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UC-AFT Secures Professional Development Funding At UCLA


I’m thrilled to report on a recent union victory at UCLA, with an outcome that shows how much we can accomplish when we join together to exercise our rights.

PDF Postcard Facebook_0.jpgOne of our union’s biggest accomplishments has been negotiating the right to Professional Development Funds (PDFs) exclusively for lecturers and other non-Senate faculty. Awarded annually, these grants enable us to attend conferences, publish books and articles, and develop new classes that incorporate advancements in our fields of expertise. UC-AFT is ahead of the curve here, having already achieved what some academic organizations are beginning to recommend: professional development resources for all faculty, so that all faculty can play a properly scholarly role in the universities at which they teach.

The PDF awards process typically works smoothly year after year on all UC campuses—except at UCLA.  Lecturers and NSF nominate our peers to serve on a committee of five volunteers who assess our proposals. We forward our nominations to the UCLA Academic Personnel Office, which formally convenes the committee. This year, Academic Personnel refused to accept our nominees and convene the 2015-2016 committee. And without a committee, no applications could be submitted, no grants disbursed.

Here are the steps we took to win back our PDF grants:

Asako postcard PDFs murphy hall.jpegFirst, we had informal discussions with Academic Personnel. When nothing came of those, we filed grievances to formally address the problem. Several member activists, including officers on our Local 1990 executive board, emailed the Vice Chancellor for Academic Personnel personally to let her know what was happening in the office she oversees. When we didn’t get a substantive response, our members circulated a petition, ultimately gathering about 60 signatures that a delegation of lecturers and allies delivered to the Vice Chancellor’s office in person. In our next grievance meeting, it was clear that representatives from Academic Personnel had read the petition and been swayed by it, but the settlement they offered was not favorable enough for us to seriously contemplate.

Instead of giving in and giving up, we organized. One of our members suggested escalating our campaign with postcards. (In the past, UC librarians conducted a successful postcard campaign during contract bargaining.) Our activists planned for the postcards to serve three purposes at once: 1) We could engage more members to express how important the PDF grants are to our research and teaching.  2) We could display them outside the administration building where representatives from UC-AFT, UCLA admin, and the UC Office of the President would be present at a grievance resolution meeting. 3) We could mail them to UCLA’s Executive Vice Chancellor and Provost, who is largely responsible for the campus’s day-to-day operations.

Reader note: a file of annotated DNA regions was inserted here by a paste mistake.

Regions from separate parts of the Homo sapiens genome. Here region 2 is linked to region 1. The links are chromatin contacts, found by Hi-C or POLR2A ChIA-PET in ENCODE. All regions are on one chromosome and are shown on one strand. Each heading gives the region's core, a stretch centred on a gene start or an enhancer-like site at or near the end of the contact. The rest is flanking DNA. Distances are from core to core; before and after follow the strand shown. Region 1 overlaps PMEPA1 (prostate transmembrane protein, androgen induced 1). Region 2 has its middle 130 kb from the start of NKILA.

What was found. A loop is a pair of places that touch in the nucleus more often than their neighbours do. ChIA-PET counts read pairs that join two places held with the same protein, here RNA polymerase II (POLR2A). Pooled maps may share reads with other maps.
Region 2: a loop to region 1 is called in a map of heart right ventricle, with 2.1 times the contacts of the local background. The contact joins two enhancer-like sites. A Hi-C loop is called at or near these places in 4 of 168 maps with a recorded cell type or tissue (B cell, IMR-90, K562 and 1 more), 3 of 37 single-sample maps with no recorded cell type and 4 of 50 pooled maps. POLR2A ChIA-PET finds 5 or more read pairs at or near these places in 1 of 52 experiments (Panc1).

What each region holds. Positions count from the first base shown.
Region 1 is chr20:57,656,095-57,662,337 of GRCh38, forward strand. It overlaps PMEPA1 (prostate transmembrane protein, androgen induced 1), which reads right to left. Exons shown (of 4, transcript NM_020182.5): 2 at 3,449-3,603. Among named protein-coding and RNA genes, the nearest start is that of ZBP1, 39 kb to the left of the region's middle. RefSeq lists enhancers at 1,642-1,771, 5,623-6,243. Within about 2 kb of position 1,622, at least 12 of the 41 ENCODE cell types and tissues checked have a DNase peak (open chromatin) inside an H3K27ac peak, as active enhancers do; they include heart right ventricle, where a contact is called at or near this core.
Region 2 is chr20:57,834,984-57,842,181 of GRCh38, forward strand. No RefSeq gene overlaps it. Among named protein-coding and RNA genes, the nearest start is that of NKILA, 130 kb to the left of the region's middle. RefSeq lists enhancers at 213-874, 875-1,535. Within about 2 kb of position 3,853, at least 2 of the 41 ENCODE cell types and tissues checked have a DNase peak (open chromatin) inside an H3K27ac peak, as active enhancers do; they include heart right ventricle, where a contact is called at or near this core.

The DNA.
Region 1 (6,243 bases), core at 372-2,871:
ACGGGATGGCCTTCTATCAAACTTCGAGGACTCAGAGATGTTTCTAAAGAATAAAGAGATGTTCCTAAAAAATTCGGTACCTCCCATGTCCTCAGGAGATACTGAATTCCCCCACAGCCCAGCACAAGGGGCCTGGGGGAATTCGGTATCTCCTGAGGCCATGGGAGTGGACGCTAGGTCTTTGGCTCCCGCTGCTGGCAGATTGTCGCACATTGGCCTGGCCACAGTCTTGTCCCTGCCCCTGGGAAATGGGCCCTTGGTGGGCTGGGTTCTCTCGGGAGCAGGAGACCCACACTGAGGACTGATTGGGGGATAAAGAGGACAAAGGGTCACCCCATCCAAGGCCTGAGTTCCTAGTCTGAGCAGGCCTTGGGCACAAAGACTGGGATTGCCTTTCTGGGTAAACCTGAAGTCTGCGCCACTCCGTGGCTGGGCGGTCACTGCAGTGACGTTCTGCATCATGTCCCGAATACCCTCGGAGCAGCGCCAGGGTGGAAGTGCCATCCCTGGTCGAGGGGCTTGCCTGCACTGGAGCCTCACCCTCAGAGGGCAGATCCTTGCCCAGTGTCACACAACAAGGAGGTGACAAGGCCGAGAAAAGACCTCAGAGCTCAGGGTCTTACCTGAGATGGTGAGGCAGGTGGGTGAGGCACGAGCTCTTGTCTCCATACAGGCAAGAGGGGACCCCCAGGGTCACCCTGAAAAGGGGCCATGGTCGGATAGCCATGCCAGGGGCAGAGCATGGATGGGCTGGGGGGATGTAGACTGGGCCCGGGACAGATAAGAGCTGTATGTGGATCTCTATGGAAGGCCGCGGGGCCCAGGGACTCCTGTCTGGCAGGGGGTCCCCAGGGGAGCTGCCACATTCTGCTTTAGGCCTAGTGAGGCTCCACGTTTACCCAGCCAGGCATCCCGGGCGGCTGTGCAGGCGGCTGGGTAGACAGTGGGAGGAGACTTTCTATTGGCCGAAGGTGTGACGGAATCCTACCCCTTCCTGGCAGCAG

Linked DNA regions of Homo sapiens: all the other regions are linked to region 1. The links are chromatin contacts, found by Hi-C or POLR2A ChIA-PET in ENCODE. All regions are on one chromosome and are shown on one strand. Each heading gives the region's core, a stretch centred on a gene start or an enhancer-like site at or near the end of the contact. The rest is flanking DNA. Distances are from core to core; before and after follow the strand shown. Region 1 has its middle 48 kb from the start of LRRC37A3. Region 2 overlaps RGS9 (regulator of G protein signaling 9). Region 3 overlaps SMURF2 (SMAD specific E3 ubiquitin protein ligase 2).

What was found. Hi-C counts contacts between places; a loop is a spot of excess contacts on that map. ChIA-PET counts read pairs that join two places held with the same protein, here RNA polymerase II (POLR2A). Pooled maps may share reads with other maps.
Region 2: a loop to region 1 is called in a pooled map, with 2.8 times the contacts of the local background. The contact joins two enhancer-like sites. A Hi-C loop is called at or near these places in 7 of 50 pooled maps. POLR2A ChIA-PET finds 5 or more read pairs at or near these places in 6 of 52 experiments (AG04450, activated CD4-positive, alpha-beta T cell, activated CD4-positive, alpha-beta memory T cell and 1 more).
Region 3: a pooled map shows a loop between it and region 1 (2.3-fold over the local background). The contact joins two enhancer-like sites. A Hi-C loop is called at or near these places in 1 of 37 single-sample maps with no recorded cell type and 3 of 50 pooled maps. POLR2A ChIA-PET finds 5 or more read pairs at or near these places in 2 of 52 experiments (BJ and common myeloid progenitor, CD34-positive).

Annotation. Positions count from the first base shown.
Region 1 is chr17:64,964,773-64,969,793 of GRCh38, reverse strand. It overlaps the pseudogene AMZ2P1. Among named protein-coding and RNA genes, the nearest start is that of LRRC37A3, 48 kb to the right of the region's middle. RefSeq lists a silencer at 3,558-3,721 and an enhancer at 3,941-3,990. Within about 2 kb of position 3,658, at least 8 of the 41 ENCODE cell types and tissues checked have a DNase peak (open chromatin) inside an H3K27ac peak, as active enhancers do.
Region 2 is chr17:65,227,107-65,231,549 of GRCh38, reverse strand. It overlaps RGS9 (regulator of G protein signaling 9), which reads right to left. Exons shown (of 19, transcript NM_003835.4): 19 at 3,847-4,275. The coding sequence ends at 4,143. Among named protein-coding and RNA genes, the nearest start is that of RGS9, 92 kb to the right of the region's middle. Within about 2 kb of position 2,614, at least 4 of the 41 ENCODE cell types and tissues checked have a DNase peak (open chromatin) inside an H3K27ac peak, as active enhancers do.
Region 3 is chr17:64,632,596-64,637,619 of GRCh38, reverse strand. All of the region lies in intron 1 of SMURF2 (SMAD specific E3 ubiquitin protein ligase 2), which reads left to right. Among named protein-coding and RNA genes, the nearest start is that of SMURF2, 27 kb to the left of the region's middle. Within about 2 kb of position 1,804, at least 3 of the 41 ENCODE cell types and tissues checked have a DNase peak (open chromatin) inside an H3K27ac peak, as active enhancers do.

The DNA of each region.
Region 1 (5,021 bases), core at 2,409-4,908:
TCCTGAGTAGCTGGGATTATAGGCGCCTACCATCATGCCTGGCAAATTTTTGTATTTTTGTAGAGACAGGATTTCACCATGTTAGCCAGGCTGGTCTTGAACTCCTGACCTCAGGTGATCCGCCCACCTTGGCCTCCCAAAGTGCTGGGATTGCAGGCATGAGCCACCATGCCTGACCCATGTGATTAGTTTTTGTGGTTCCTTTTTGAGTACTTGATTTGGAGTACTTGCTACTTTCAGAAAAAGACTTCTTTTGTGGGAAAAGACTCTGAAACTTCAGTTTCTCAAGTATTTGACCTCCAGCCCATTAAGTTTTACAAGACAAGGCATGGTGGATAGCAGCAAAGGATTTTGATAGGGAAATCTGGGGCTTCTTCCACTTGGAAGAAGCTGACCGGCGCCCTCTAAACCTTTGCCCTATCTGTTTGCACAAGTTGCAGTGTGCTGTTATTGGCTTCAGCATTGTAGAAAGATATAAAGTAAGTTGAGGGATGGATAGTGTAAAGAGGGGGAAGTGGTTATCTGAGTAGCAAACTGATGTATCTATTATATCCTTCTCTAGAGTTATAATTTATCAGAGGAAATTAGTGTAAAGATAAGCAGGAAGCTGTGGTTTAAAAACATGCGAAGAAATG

Ultimately we gathered more than 100 brightly-colored postcards written by lecturers, demonstration teachers, librarians, students, alumni, and other allies from across the UC system.  We stressed how important our PDF grants are for faculty who are often excluded from other funding opportunities.  We said how deeply we rely on our PDFs to participate in the core research and teaching missions of the UC. We emphasized that these grants enable us to communicate our expertise around the world and bring the world back into our classrooms. 

On the day of the grievance resolution meeting, we set up a table outdoors. We hung the postcards on ribbons, passed out flyers to students, and engaged people entering and leaving the admin building to talk about the situation.  In the meeting itself, we made our own settlement offer. Labor Relations countered with a proposal that would have made recruiting PDF committee members more difficult going forward. We rejected their proposed settlement for the second time.  UCLA_ReleasePDF_flyer_2016.pdf

We left that meeting thinking about our next steps and were still brainstorming when, later that week, we received great news. UCLA Labor Relations made a third settlement offer, this one extremely favorable, in which they agreed to convene the 2015-2016 PDF committee immediately. We accepted.

UCLA_ReleasePDF_flyer_2016_Page_1.jpgWhy was our campaign successful?  Partly because we had previously bargained good, strong contract language that protected us. Partly because our efforts attracted the attention of the student newspaper, the Daily Bruin, which interviewed our activists and published a front page article above the fold. Partly because we used social media, posting regularly on Facebook and Twitter with #DoYourJobAP and #ReleaseOurPDFs to let the UCLA community know its faculty were being shortchanged.  

But mainly, we succeeded because so many of our members felt they had a stake in the fight and were willing to stand up and defend themselves instead of accepting a sub-par settlement. Armed with the conviction that we were calling on UCLA admin to do the right thing, something that benefited not just us but our students and UCLA as a whole, our activists made powerful demands for educational equity.  As more and more people joined us to take part in our actions, we gained confidence that our voices would be heard.  They were, because we refused to back down.  And now we can get back to the scholarly work our PDFs enable.

Mia McIver
President, UC-AFT Local 1990 UCLA
Vice President for Organizing, elect


UC-AFT members delivering postcards to Vice Chancellor